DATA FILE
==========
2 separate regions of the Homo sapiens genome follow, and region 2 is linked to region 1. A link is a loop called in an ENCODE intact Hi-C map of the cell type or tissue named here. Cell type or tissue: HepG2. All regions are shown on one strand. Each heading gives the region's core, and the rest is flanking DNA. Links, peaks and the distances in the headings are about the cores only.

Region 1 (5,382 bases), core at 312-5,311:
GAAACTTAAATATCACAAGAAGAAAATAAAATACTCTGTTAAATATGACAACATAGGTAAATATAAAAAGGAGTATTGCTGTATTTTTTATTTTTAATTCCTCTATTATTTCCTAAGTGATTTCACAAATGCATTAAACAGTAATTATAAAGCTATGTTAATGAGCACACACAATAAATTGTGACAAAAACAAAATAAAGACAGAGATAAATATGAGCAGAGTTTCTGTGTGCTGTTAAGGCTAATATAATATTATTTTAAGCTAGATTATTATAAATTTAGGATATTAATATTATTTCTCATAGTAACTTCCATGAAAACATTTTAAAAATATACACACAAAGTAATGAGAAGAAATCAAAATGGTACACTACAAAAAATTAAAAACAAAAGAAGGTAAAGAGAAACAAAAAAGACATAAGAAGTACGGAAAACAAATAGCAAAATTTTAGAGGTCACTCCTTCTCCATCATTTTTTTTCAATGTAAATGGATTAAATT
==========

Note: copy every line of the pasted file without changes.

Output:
2 separate regions of the Homo sapiens genome follow, and region 2 is linked to region 1. A link is a loop called in an ENCODE intact Hi-C map of the cell type or tissue named here. Cell type or tissue: HepG2. All regions are shown on one strand. Each heading gives the region's core, and the rest is flanking DNA. Links, peaks and the distances in the headings are about the cores only.

Region 1 (5,382 bases), core at 312-5,311:
GAAACTTAAATATCACAAGAAGAAAATAAAATACTCTGTTAAATATGACAACATAGGTAAATATAAAAAGGAGTATTGCTGTATTTTTTATTTTTAATTCCTCTATTATTTCCTAAGTGATTTCACAAATGCATTAAACAGTAATTATAAAGCTATGTTAATGAGCACACACAATAAATTGTGACAAAAACAAAATAAAGACAGAGATAAATATGAGCAGAGTTTCTGTGTGCTGTTAAGGCTAATATAATATTATTTTAAGCTAGATTATTATAAATTTAGGATATTAATATTATTTCTCATAGTAACTTCCATGAAAACATTTTAAAAATATACACACAAAGTAATGAGAAGAAATCAAAATGGTACACTACAAAAAATTAAAAACAAAAGAAGGTAAAGAGAAACAAAAAAGACATAAGAAGTACGGAAAACAAATAGCAAAATTTTAGAGGTCACTCCTTCTCCATCATTTTTTTTCAATGTAAATGGATTAAATT